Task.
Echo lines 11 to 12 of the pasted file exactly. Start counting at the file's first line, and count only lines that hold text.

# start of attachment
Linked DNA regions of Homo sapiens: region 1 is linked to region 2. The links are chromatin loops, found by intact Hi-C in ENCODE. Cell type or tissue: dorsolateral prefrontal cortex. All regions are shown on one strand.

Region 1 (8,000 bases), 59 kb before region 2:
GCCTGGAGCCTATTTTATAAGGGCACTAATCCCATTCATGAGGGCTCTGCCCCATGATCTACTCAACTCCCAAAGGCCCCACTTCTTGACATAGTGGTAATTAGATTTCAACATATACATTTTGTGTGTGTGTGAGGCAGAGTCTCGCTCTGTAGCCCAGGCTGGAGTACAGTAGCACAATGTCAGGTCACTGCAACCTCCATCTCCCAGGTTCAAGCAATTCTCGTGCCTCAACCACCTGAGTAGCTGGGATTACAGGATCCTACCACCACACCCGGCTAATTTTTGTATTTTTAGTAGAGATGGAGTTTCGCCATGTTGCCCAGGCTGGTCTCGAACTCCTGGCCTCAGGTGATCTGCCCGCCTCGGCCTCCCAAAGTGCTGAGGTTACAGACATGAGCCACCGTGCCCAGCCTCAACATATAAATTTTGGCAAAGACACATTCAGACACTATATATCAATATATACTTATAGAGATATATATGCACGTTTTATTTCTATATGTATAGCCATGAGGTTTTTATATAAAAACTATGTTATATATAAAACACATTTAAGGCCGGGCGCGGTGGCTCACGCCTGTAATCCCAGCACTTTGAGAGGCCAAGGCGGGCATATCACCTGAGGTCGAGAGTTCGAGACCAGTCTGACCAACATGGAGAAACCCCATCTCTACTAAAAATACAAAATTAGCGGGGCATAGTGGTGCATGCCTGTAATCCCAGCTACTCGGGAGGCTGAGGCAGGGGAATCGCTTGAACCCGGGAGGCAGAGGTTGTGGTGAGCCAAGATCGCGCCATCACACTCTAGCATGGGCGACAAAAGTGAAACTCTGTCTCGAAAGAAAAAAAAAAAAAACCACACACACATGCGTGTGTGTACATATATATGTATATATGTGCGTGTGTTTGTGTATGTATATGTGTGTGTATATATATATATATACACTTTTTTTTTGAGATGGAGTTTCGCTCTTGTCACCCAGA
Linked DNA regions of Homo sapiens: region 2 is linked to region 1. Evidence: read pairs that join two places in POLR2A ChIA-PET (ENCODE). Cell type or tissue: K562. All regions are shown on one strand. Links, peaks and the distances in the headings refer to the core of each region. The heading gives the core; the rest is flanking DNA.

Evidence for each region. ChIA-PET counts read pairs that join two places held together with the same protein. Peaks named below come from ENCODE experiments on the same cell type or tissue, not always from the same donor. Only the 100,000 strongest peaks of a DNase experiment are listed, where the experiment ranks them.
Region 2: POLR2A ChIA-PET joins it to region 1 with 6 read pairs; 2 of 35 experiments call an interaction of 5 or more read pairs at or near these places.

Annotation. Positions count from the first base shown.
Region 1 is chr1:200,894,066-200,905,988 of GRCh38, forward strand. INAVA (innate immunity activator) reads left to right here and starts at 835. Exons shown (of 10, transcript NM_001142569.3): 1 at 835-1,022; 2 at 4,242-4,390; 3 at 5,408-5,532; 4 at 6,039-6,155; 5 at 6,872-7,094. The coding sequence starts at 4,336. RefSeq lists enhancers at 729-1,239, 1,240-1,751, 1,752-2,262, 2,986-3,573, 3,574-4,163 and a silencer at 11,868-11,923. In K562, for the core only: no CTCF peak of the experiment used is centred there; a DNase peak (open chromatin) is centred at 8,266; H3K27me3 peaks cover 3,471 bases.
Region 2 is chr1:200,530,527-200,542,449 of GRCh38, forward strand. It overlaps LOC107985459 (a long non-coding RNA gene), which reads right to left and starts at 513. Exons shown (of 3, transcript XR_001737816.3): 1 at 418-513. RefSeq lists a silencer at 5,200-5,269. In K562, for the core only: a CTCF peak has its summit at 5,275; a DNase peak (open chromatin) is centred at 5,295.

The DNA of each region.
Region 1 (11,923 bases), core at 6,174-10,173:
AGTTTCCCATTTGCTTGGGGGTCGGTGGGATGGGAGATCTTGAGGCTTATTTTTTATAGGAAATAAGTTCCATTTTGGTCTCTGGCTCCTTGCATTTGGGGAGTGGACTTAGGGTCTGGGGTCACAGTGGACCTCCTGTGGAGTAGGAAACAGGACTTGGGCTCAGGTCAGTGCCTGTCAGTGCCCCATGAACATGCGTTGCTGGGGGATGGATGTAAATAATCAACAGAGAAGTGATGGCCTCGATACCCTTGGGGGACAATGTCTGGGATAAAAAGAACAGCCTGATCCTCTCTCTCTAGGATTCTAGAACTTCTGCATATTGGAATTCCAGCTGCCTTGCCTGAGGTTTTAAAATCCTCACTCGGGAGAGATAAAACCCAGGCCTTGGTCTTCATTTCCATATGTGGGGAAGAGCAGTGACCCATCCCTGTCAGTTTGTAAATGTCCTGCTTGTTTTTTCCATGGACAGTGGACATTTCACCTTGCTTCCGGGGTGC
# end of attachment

Region 1 (11,923 bases), core at 6,174-10,173:
AGTTTCCCATTTGCTTGGGGGTCGGTGGGATGGGAGATCTTGAGGCTTATTTTTTATAGGAAATAAGTTCCATTTTGGTCTCTGGCTCCTTGCATTTGGGGAGTGGACTTAGGGTCTGGGGTCACAGTGGACCTCCTGTGGAGTAGGAAACAGGACTTGGGCTCAGGTCAGTGCCTGTCAGTGCCCCATGAACATGCGTTGCTGGGGGATGGATGTAAATAATCAACAGAGAAGTGATGGCCTCGATACCCTTGGGGGACAATGTCTGGGATAAAAAGAACAGCCTGATCCTCTCTCTCTAGGATTCTAGAACTTCTGCATATTGGAATTCCAGCTGCCTTGCCTGAGGTTTTAAAATCCTCACTCGGGAGAGATAAAACCCAGGCCTTGGTCTTCATTTCCATATGTGGGGAAGAGCAGTGACCCATCCCTGTCAGTTTGTAAATGTCCTGCTTGTTTTTTCCATGGACAGTGGACATTTCACCTTGCTTCCGGGGTGC